Meanwhile, not many miners are working again. Coal mining jobs have increased just 1,900 to 52,600 since Trump's inauguration. That's also a lot lower than the roughly 70,000 coal mining jobs that existed as recently as 2014.
TRUMP: "China got rid of their 'China '25' because I found it very insulting. I said that to them. I said, 'China '25' is very insulting, because 'China '25' means, in 2025, they're going to take over, economically, the world. I said, 'That's not happening.'" — news conference Wednesday.
THE FACTS: There's no evidence China has abandoned its economic plan. Trump is referring to China's "Made in China 2025" plan, under which that country's government aims to develop world-leading companies in robotics, semiconductors, electric vehicles and other advanced technologies. It's a sore point between the two nations because the United States and other countries argue that China is using unfair tactics to achieve those aims, such as forcing U.S. companies to share technology and providing government subsidies.
Chinese officials have played down the plan in recent months because of the international criticism. But there's little sign they have "gotten rid of" the plan. Because China sees the plan as a key step in the development of its economy, many observers worry they are unlikely to scale it back, which suggests U.S.-China trade fights aren't going away anytime soon.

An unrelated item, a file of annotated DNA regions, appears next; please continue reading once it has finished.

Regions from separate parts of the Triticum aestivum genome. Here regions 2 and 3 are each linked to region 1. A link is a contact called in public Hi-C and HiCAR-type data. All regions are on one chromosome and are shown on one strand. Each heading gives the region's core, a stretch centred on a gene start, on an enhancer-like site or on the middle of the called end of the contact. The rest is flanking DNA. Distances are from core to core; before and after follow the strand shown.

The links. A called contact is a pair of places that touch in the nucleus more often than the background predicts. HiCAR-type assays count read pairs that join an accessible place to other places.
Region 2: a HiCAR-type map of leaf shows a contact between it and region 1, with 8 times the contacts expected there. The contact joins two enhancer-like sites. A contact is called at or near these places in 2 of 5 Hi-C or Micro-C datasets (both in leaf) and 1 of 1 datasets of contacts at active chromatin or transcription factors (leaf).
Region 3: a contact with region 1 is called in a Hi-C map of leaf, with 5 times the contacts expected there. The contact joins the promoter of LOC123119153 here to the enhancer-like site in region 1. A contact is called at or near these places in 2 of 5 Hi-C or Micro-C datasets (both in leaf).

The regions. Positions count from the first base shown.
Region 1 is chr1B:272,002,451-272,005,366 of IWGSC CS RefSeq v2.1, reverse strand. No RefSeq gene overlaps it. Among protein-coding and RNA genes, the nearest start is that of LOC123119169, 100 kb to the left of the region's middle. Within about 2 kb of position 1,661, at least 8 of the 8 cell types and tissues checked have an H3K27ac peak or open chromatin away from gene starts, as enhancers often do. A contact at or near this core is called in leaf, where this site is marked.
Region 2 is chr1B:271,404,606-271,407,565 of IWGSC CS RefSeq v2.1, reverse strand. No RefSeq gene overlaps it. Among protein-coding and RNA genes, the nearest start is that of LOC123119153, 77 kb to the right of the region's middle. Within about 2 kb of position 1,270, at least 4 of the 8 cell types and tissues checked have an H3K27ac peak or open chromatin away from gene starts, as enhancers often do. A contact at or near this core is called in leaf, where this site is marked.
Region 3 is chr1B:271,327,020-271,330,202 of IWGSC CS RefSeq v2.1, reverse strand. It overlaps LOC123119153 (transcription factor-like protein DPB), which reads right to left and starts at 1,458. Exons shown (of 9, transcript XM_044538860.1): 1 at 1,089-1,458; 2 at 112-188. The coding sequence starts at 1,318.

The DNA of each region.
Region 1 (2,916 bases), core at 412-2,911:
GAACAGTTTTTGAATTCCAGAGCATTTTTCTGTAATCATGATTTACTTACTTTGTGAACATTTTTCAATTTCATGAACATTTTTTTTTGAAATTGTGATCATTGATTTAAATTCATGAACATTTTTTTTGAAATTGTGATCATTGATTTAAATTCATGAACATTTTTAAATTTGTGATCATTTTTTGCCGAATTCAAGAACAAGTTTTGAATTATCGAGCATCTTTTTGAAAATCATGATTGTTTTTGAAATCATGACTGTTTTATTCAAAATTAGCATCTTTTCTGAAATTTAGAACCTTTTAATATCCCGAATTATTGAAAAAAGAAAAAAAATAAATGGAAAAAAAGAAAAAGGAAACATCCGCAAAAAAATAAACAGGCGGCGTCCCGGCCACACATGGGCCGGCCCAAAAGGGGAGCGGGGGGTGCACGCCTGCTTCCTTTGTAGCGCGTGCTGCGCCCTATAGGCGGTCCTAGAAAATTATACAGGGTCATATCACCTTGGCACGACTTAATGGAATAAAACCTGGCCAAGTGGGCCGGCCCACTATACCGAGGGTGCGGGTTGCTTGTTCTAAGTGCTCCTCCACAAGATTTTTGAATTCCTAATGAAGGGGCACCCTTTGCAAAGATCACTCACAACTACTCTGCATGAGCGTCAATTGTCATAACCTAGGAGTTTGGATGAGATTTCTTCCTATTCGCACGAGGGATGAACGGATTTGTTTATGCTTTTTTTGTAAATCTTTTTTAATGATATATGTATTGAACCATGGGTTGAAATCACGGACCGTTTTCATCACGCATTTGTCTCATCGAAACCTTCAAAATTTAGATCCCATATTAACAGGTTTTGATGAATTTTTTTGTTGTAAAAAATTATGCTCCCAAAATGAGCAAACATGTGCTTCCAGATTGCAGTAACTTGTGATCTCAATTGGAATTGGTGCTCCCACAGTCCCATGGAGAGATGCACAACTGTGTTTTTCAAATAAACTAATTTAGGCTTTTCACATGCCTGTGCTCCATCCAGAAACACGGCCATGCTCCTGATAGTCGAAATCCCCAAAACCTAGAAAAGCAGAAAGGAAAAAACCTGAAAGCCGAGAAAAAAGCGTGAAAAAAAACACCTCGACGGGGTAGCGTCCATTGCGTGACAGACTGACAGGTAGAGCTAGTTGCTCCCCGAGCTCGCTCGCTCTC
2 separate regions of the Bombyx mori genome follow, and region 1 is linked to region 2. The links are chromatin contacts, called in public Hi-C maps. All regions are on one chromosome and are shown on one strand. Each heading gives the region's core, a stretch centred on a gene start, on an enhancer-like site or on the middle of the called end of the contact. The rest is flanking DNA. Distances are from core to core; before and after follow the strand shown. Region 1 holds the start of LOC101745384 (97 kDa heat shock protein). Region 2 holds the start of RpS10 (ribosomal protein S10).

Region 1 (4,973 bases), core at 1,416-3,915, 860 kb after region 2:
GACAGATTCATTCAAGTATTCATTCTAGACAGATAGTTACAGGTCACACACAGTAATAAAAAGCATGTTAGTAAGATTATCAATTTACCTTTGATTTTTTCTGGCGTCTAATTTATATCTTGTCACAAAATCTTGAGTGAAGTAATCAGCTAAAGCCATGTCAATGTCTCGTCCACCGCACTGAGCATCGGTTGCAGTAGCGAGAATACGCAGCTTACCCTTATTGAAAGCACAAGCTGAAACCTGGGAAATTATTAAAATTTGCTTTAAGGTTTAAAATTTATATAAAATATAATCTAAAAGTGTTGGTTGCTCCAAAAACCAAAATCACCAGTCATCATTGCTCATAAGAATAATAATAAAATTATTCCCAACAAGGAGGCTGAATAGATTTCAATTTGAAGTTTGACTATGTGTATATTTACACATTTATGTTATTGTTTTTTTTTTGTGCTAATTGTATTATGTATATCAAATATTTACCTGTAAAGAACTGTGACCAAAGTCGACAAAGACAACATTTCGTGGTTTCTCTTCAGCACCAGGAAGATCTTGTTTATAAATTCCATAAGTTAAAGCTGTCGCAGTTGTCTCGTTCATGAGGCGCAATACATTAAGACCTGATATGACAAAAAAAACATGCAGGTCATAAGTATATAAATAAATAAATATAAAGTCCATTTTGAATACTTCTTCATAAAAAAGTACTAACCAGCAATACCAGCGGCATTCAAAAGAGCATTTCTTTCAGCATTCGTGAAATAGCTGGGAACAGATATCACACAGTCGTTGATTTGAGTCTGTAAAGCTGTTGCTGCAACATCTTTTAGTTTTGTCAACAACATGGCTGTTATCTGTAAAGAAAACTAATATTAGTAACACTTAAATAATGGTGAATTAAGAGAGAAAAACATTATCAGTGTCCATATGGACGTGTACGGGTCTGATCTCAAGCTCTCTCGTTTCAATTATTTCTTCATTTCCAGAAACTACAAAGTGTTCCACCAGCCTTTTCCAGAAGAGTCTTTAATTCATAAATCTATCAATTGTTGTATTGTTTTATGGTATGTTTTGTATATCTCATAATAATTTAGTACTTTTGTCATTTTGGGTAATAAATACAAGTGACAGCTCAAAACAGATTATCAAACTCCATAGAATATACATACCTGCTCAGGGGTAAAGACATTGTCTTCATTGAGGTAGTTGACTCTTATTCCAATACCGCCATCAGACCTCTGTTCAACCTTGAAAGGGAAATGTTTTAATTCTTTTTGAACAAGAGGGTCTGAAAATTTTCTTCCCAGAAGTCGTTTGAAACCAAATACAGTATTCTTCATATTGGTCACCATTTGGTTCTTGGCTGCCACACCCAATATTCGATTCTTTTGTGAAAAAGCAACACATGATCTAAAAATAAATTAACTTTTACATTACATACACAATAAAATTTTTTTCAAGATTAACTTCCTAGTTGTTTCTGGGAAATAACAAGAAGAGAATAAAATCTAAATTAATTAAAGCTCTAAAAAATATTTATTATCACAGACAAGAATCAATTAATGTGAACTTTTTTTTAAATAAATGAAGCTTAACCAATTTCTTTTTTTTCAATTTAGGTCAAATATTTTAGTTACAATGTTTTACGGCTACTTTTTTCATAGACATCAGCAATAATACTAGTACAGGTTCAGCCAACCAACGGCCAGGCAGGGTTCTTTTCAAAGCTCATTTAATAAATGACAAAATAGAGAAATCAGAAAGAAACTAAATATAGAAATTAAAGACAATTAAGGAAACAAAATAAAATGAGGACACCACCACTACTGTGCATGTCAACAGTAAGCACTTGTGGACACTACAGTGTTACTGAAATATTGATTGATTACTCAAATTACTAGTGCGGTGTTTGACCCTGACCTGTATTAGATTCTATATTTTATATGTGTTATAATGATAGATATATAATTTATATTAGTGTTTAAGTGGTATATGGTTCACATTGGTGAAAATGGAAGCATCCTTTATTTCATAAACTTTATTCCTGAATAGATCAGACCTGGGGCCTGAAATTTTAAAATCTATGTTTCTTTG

TRUMP: "I've done more for the vets than any President has done, certainly in many, many decades, with Choice and with other things, as you know. ...If you look at Choice — Choice alone — I mean, just take a look at what we've done with Choice." — news conference Wednesday.
THE FACTS: He's taking premature credit for improvements that will take years to see full effect in regards to the Veterans Choice program.
Trump signed legislation in June to expand the private-sector Choice program, which was first approved in 2014 during the Obama administration in the wake of a scandal at the Phoenix VA medical center in which some veterans died while waiting months for appointments. The current Choice program allows veterans to see doctors outside the VA system if they must wait more than 30 days for an appointment or drive more than 40 miles to a VA facility.
How much Choice will be expanded, however, will depend on yet-to-be-completed regulations that will determine eligibility for veterans as well as available money for the program. The Department of Veterans Affairs has yet to resolve long-term financing due to congressional budget caps that could put funding for VA or other domestic programs at risk of shortfalls next year.